8. West Coast Hotel v. Parrish, 1937
"The switch in time that saved nine."
F.D.R. rallied against the Court's holdings in the Lochner Era; the Court struck down New Deal laws, designed to pull the country out of the Depression, on grounds that they interfered with a worker's "right to contract." F.D.R. pledged to expand the Court and pack it with pro "New Deal" members. In this case, the Court rejected the Lochner era decisions and said the government could regulate commerce.
9. Brown v. Board of Education, 1954
"In the field of public education, the doctrine of 'separate but equal' has no place."
This unanimous decision marked the beginning of the end for the "Separate But Equal" era that started with Plessy, and the start of a new period of American race relations. With Brown, desegregation of public schools began-as did resistance to it. Ten contentious years later, the Civil Rights Act of 1964 made racial equality a matter of federal law.
10. Mapp v. Ohio, 1961
Evidence that is illegally obtained by the state may not be used against a defendant in court.
Until Mapp, only the federal government was barred from using illegally obtained evidence. So when local police entered Dolly Mapp's home without a search warrant and arrested her for possessing obscene books, her conviction initially stood. The Court overturned her conviction, however, and extended the Constitutional rule to apply to the states and their subdivisions.
11. Baker v. Carr, 1962
"One person, one vote."
The above phrase was not authored until a year after Baker, but it has its philosophical roots here. In this case, a group of Tennessee voters sued the state, claiming its voting districts diluted their political power. Until this point, the Court refused to decide this kind of case, leaving such "political questions" to the states. Baker, however, held that the states must meet a Constitutional standard for appointment: districts cannot be drawn in such a way that they violate the Equal Protection clause of the 14th Amendment.
12. Gideon v. Wainwright, 1963
Defendants in criminal cases have an absolute right to counsel.
Too poor to afford a lawyer, Clarence Earl Gideon was convicted for breaking into a poolroom-a felony crime in Florida. He appealed to the Supreme Court, which ruled that the government must provide free counsel to accused criminals who cannot pay for it themselves. At first, the ruling applied to felonies only. It was later extended to cover any cases where the penalty was six months imprisonment or longer.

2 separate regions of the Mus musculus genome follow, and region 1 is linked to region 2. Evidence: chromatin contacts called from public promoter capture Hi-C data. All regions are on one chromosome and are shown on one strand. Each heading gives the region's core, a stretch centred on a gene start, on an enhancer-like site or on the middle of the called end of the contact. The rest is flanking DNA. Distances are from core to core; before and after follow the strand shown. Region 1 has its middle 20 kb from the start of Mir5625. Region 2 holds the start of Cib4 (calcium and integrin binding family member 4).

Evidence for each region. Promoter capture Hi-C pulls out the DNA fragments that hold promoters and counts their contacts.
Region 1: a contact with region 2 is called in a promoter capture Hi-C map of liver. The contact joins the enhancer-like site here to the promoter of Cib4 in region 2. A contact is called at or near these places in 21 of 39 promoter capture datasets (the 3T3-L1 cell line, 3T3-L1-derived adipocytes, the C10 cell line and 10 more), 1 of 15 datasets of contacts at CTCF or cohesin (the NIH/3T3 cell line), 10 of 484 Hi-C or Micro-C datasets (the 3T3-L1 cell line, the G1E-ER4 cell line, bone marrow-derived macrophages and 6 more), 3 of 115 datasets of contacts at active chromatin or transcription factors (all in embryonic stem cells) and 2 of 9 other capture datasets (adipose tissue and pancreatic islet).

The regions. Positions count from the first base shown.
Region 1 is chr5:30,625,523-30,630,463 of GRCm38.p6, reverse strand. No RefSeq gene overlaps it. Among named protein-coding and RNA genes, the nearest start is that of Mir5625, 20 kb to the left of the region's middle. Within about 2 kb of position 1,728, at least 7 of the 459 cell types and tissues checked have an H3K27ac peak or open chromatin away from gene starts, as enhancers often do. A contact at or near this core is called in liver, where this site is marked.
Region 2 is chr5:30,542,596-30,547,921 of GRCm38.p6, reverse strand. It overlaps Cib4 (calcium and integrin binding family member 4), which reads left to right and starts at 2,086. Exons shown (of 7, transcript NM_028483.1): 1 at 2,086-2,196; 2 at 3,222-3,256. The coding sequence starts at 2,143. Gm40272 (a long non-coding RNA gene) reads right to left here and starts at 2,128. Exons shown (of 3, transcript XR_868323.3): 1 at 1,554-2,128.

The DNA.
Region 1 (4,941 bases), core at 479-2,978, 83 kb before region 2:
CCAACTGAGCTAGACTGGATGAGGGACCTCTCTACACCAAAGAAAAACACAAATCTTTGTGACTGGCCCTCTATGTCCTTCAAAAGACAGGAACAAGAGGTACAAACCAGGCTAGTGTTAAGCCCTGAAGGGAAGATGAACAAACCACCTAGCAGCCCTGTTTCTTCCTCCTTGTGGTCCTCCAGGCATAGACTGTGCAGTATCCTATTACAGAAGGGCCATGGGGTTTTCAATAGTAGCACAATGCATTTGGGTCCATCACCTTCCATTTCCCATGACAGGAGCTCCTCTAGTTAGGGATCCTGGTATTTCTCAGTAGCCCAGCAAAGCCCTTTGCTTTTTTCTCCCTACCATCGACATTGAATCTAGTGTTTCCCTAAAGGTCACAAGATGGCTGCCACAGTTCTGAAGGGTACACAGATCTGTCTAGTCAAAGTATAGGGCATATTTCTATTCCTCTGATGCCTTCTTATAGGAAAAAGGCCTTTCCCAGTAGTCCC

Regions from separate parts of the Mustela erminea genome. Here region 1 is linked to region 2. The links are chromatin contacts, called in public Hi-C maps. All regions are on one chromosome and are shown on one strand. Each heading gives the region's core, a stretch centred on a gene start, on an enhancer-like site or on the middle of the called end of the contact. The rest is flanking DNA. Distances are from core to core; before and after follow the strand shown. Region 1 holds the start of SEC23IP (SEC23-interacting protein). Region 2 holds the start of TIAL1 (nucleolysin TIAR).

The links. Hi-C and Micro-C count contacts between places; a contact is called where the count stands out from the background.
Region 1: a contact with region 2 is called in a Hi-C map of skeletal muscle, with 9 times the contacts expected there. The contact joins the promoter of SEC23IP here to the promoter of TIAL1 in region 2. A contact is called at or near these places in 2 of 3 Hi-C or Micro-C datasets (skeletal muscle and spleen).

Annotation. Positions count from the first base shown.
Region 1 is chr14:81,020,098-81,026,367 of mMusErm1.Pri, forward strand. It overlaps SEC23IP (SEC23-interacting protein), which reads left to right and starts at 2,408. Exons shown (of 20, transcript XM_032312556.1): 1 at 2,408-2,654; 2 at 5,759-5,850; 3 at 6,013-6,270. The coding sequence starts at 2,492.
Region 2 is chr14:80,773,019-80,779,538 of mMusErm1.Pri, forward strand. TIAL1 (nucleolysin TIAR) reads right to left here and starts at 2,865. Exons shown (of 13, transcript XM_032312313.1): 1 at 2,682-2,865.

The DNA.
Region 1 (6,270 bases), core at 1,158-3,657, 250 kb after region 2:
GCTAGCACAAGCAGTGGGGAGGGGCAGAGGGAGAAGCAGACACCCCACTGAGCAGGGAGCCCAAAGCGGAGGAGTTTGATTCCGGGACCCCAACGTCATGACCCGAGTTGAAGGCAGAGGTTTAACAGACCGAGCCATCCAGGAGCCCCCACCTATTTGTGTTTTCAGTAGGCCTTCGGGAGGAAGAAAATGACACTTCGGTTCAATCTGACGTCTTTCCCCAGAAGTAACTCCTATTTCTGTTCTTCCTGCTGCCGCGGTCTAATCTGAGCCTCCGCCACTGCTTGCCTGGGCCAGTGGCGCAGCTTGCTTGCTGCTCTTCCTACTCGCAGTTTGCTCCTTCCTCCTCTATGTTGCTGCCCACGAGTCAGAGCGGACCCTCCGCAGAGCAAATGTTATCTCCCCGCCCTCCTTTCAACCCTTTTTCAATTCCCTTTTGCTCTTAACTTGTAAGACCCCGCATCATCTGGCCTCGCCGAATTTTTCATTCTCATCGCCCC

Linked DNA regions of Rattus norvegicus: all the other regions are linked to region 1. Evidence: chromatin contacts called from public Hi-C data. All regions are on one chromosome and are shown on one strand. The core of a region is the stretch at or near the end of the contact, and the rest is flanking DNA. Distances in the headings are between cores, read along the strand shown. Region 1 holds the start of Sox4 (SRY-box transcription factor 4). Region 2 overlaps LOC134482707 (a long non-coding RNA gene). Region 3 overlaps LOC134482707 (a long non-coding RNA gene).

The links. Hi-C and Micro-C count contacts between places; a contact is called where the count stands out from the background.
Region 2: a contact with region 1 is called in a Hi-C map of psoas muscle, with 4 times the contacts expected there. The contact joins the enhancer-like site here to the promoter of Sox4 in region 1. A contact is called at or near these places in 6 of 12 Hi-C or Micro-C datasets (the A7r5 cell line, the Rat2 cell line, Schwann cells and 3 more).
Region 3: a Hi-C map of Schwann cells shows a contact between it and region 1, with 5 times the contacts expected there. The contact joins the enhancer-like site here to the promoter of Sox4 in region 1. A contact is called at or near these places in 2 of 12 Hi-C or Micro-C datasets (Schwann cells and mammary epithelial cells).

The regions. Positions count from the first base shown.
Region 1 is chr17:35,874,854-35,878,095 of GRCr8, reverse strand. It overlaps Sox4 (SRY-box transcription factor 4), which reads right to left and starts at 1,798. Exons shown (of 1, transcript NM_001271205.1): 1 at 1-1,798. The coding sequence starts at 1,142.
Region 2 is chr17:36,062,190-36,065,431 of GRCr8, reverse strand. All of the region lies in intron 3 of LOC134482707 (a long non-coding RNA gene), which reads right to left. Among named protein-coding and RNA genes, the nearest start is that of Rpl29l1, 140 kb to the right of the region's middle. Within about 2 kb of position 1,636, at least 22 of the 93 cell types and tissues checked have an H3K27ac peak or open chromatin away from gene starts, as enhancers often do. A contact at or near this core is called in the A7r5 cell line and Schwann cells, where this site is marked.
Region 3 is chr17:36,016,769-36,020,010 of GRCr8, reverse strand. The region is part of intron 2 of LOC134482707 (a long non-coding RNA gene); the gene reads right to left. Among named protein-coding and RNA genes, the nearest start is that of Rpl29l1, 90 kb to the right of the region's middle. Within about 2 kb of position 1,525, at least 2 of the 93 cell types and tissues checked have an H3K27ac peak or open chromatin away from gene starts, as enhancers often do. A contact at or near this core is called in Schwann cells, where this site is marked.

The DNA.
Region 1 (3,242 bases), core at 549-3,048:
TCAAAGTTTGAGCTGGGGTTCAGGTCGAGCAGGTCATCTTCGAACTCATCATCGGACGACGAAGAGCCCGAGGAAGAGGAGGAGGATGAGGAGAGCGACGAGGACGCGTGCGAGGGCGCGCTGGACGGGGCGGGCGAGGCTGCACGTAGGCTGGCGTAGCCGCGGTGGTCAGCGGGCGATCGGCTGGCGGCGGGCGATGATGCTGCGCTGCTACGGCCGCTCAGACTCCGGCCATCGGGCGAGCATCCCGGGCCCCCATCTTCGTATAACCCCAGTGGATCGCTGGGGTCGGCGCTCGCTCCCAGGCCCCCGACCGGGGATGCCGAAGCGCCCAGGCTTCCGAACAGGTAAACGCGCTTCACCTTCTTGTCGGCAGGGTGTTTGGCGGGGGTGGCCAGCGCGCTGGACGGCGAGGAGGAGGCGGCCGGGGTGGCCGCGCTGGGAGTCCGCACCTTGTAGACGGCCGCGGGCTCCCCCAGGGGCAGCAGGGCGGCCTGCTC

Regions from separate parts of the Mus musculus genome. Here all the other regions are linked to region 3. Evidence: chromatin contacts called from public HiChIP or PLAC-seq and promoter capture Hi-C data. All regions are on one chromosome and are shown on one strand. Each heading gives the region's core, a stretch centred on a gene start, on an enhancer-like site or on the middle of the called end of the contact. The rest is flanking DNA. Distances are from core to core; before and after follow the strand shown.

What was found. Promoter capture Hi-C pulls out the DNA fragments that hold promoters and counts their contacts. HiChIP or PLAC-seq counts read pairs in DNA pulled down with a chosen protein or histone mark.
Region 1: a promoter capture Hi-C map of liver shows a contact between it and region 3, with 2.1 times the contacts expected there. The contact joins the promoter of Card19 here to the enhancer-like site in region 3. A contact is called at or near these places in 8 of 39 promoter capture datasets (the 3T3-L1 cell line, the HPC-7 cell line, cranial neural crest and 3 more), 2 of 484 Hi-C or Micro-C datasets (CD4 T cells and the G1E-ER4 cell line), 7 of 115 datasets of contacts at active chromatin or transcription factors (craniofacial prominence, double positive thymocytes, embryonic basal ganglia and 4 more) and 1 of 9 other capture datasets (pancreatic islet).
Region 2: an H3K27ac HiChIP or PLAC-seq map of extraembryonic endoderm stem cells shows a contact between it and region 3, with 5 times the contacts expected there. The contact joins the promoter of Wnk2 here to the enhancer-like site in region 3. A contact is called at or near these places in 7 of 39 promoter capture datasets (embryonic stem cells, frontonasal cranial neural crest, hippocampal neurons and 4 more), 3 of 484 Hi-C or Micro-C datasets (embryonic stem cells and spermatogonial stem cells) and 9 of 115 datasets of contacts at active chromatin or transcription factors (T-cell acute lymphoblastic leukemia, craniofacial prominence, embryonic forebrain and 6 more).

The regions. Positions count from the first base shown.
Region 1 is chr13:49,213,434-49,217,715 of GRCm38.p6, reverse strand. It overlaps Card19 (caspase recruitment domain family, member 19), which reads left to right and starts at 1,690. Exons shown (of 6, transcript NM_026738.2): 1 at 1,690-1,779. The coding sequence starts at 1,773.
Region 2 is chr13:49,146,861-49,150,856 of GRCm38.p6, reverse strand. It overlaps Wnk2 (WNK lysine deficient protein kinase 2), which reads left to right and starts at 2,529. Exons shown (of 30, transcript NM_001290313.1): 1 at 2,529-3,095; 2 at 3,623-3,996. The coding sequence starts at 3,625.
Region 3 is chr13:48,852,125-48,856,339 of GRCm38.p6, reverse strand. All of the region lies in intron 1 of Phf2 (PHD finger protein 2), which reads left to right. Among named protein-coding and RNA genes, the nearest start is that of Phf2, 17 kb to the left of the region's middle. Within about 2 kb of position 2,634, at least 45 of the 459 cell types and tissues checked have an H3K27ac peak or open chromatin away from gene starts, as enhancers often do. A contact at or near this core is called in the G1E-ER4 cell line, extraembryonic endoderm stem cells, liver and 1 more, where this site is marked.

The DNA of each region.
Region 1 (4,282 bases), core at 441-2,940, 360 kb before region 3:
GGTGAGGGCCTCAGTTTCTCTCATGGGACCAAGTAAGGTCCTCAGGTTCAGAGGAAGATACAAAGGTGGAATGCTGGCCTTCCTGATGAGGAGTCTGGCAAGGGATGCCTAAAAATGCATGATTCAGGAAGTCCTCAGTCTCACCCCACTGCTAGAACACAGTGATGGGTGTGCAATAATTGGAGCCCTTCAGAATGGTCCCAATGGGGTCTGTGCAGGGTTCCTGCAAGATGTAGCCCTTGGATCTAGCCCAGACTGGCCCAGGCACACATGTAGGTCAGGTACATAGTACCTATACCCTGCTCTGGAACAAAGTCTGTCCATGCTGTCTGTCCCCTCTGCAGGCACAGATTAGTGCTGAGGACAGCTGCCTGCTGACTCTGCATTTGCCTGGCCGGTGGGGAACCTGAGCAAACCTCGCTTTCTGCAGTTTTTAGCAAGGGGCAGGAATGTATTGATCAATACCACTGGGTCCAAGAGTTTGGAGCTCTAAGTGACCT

13. New York Times Co. v. Sullivan, 1964
To win a libel case, public figures must prove "actual malice" on the part of the writer.
In 1964, the Times published an ad critical of an elected commissioner of an Alabama city. The commissioner sued for libel and won. The Supreme Court overturned that ruling, and said that, to ensure "uninhibited, robust and wideopen" debate about public figures, the law must protect writers from libel suits. Thus, unless the words are penned with "knowing falsity" or "reckless disregard for the truth," a writer cannot be successfully sued by a public figure for libel.
14. Griswold v. Connecticut, 1965
The Constitution implies a right to privacy in matters of contraception between married people.
Estelle Griswold, the director of a Planned Parenthood clinic, broke an 1879 Connecticut law banning contraception. The Court struck down the law, making it a landmark case in which the Court read the Constitution to protect individual privacy. This was to be the foundation of further privacy rulings, including the right to privacy in matters of abortion.
15. Miranda v. Arizona, 1966
"You have the right to remain silent..."
After police questioning, Ernesto Miranda confessed to kidnapping and raping a woman. The Court struck down his conviction, on grounds that he was not informed of his 5th Amendment right against self-incrimination. Hereafter, the Miranda warnings have been a standard feature of arrest procedures.
16. San Antonio Independent School District v. Rodriguez, 1973
The Constitution does not guarantee a fundamental right to education.
In 1968, a group of low-income parents sued San Antonio, claiming the city's wealthy precincts had better schools. The Court upheld the districting plan, saying that the Constitution did not guarantee an education, and upholding this tenent: The Constitution does not compel government to provide services like education or welfare to the people. Rather, it places boundaries on government action.
17. Roe v. Wade, 1973
The Constitutionally implied right to privacy protects a woman's choice in matters of abortion.
Norma McCorvey sought an abortion in Texas, but was denied under state law. The Court struck down that law, on grounds that it unconstitutionally restricted the woman's right to choose. The opinion set forth guidelines for state abortion regulations; states could restrict a woman's right to choose only in the later stages of the pregnancy. Later modified but not overruled, the decision stands as one of the Court's most controversial.
18. United States v. Nixon, 1974
"Neither separation of powers, nor the need for confidentiality can sustain unqualified Presidential immunity from the judicial process"